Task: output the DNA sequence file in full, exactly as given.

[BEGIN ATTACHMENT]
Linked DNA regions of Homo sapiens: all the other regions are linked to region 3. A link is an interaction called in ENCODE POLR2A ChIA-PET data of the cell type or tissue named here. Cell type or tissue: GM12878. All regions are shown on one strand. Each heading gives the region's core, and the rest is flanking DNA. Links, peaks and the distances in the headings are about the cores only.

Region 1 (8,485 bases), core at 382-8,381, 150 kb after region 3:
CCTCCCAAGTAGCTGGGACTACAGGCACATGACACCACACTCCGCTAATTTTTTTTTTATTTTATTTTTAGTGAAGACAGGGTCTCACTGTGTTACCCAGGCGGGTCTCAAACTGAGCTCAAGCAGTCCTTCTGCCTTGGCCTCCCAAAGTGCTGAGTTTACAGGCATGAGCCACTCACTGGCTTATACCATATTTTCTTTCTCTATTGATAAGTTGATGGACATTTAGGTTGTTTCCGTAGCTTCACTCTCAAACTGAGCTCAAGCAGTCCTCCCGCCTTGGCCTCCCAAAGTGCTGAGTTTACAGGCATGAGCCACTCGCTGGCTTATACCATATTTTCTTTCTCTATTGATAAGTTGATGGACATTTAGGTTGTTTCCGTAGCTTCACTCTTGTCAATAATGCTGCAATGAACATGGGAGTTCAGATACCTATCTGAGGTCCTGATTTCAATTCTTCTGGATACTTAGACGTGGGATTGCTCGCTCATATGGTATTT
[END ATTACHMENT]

Linked DNA regions of Homo sapiens: all the other regions are linked to region 3. A link is an interaction called in ENCODE POLR2A ChIA-PET data of the cell type or tissue named here. Cell type or tissue: GM12878. All regions are shown on one strand. Each heading gives the region's core, and the rest is flanking DNA. Links, peaks and the distances in the headings are about the cores only.

Region 1 (8,485 bases), core at 382-8,381, 150 kb after region 3:
CCTCCCAAGTAGCTGGGACTACAGGCACATGACACCACACTCCGCTAATTTTTTTTTTATTTTATTTTTAGTGAAGACAGGGTCTCACTGTGTTACCCAGGCGGGTCTCAAACTGAGCTCAAGCAGTCCTTCTGCCTTGGCCTCCCAAAGTGCTGAGTTTACAGGCATGAGCCACTCACTGGCTTATACCATATTTTCTTTCTCTATTGATAAGTTGATGGACATTTAGGTTGTTTCCGTAGCTTCACTCTCAAACTGAGCTCAAGCAGTCCTCCCGCCTTGGCCTCCCAAAGTGCTGAGTTTACAGGCATGAGCCACTCGCTGGCTTATACCATATTTTCTTTCTCTATTGATAAGTTGATGGACATTTAGGTTGTTTCCGTAGCTTCACTCTTGTCAATAATGCTGCAATGAACATGGGAGTTCAGATACCTATCTGAGGTCCTGATTTCAATTCTTCTGGATACTTAGACGTGGGATTGCTCGCTCATATGGTATTT